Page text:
When are you entitled to immaterial compensation under Dutch law?
In March this year, the Supreme Court ruled (again) on this question and this time in a case involving a detainee who was placed under a too strict detention regime by the Dutch government. It was already legally established that the state had acted unlawfully. But does that also mean that there is a right to compensation for immaterial damage claimed by the detainee?
This article discusses how compensation for immaterial damage is regulated by Dutch law and what kind of development you see at the Supreme Court.
In 2013, the claimant was sentenced to life imprisonment. During his pre-trial detention, the claimant was placed in the so-called “Extra Secure Institution” (ESI). After the claimant objected to this at the Council for the Administration of Criminal Justice and Protection of Juveniles, it considered that his stay there was unjustified. He was then transferred to another institution.
For this unjustified stay (of 350 days) the State paid a fixed compensation based on the ground of fairness of €1.375,00. However, the detainee believed he was entitled to higher compensation. He claimed he had suffered immaterial damage and that he had been affected in his person by the unlawful stay. He had never felt safe there. This was due to the many physical examinations and the intimate, body searches. He also had experienced his stay as social isolation.
Under Dutch law, one can only claim compensation for immaterial damage if the law provides for this. This because of the legislator's idea that a claim is only justified in serious cases. One of the legal bases can be found in Article 6:106 of the Dutch Civil Code, paragraph 1, sub b. According to that article, a right to compensation is foreseen if the injured person (i) has sustained a physical injury, (ii) has been compromised in his honor or good name or (iii) has been affected otherwise in his person.
In this case, there was no physical injury nor a compromising in his honor or good name, so the question here is whether or not the detainee had been affected otherwise in his person.
The Supreme Court already judged on this topic in other cases a few times earlier. According to the Supreme Court in 2002, it is not enough to speak of personal harm when there has been more or less strong mental discomfort or feeling hurt. The starting principle is that the existence of mental injury is established in court, which in general will only be the case if there is a disease recognized in psychiatry. A year later, the Supreme Court considers that in any case, the injured party must provide sufficient and specific information that shows that psychological damage has occurred in connection with the circumstances of the case, which requires that the existence of mental injury be established by objective standards.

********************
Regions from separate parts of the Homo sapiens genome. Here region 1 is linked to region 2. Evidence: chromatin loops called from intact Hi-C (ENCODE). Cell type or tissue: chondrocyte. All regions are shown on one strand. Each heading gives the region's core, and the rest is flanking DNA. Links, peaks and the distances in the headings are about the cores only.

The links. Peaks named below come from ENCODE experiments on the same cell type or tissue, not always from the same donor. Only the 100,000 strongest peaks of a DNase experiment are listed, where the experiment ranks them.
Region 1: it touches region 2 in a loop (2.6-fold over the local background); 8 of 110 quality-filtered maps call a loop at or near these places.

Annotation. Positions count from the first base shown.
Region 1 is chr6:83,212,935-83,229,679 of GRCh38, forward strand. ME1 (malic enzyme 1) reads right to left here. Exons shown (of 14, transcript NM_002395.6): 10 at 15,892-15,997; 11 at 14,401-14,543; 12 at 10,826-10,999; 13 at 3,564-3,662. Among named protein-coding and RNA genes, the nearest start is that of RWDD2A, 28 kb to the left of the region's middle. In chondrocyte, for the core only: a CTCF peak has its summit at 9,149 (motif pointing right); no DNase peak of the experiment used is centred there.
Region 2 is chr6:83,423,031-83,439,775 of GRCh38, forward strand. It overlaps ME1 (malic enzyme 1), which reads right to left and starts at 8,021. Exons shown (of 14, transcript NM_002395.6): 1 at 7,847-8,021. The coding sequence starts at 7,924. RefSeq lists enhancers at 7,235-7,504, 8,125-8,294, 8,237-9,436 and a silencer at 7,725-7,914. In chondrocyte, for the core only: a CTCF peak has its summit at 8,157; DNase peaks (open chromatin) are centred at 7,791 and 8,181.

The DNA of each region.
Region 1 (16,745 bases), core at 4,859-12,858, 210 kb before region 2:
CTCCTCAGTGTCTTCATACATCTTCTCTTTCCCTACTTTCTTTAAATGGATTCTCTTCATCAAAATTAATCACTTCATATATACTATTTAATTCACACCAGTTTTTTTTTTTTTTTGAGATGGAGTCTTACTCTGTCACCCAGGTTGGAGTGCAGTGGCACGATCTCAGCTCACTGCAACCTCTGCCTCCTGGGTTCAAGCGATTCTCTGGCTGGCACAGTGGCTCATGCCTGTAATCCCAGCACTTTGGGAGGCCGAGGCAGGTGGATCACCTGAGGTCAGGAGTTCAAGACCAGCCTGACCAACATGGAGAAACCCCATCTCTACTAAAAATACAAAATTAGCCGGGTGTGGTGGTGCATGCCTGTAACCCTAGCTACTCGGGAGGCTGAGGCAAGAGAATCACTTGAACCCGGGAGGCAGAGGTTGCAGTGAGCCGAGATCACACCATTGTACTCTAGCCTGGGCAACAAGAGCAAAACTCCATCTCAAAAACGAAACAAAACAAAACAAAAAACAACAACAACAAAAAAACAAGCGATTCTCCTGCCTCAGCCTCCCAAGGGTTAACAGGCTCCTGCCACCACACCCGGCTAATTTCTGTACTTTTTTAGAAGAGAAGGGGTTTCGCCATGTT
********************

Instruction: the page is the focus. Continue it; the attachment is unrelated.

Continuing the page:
Almost ten years later, in 2012, the Supreme Court ruled that an exception can be made to the principle that mental injury must be established in court, in connection with the serious severity of the violation of standards and the consequences thereof for the injured party.
Consequences for the injured party
Both the court of the first instance and the appeal court rejected the view of the claimant. The Court of Appeal considers if the exception to the principle that there must be mental injury occurred here. But in this case – according to the court – there were no grounds for accepting such an exception since the claimant had not furnished sufficient facts about the consequences that the stay in the ESI had for him.
Immaterial compensation for violation of a fundamental right?
In the appeal in cassation, the claimant complains, among other things, that there has been a violation of a fundamental right and that the Court of Appeal has misunderstood that in the event of a violation of certain rights, it must be assumed that immaterial harm has been suffered. After all, the unlawful deprivation of liberty is a serious (fundamental) violation of his privacy.
The Supreme Court does not agree with that. First, the Supreme Court repeats its earlier judgments. The Supreme Court then rules that when someone takes the position that he has been affected in his person, he must substantiate that with specific facts. However, the nature and seriousness of the violation of standards may – where appropriate – mean that the adverse consequences for the injured person are so obvious that an impairment in his person can be assumed.
However, impairment in his person as referred to in art. 6: 106 (1) (b) of the Dutch Civil Code, can not be assumed with only a violation of a fundamental right. Even then, there must be sufficient certainty about the consequences of that violation. Therefore, the above-mentioned complaint is unsuccessful.
In addition, the Supreme Court finds the Court of Appeal's opinion that the claimant's consequences of the breach of standards have not been established legally, not incomprehensible. The claimant must, therefore, be satisfied with the compensation of € 1.375,00.
 Dutch Supreme Court, March 15, 2019, ECLI:NL:HR:2019:376.
 Dutch Supreme Court, February 22, 2002, ECLI:NL:HR:2002:AD5356.
 Dutch Supreme Court, May 9, 2003, ECLI:NL:HR:2003:AF4606.
 Dutch Supreme Court June 29, 2012, ECLI:NL:HR:2012:BW1519.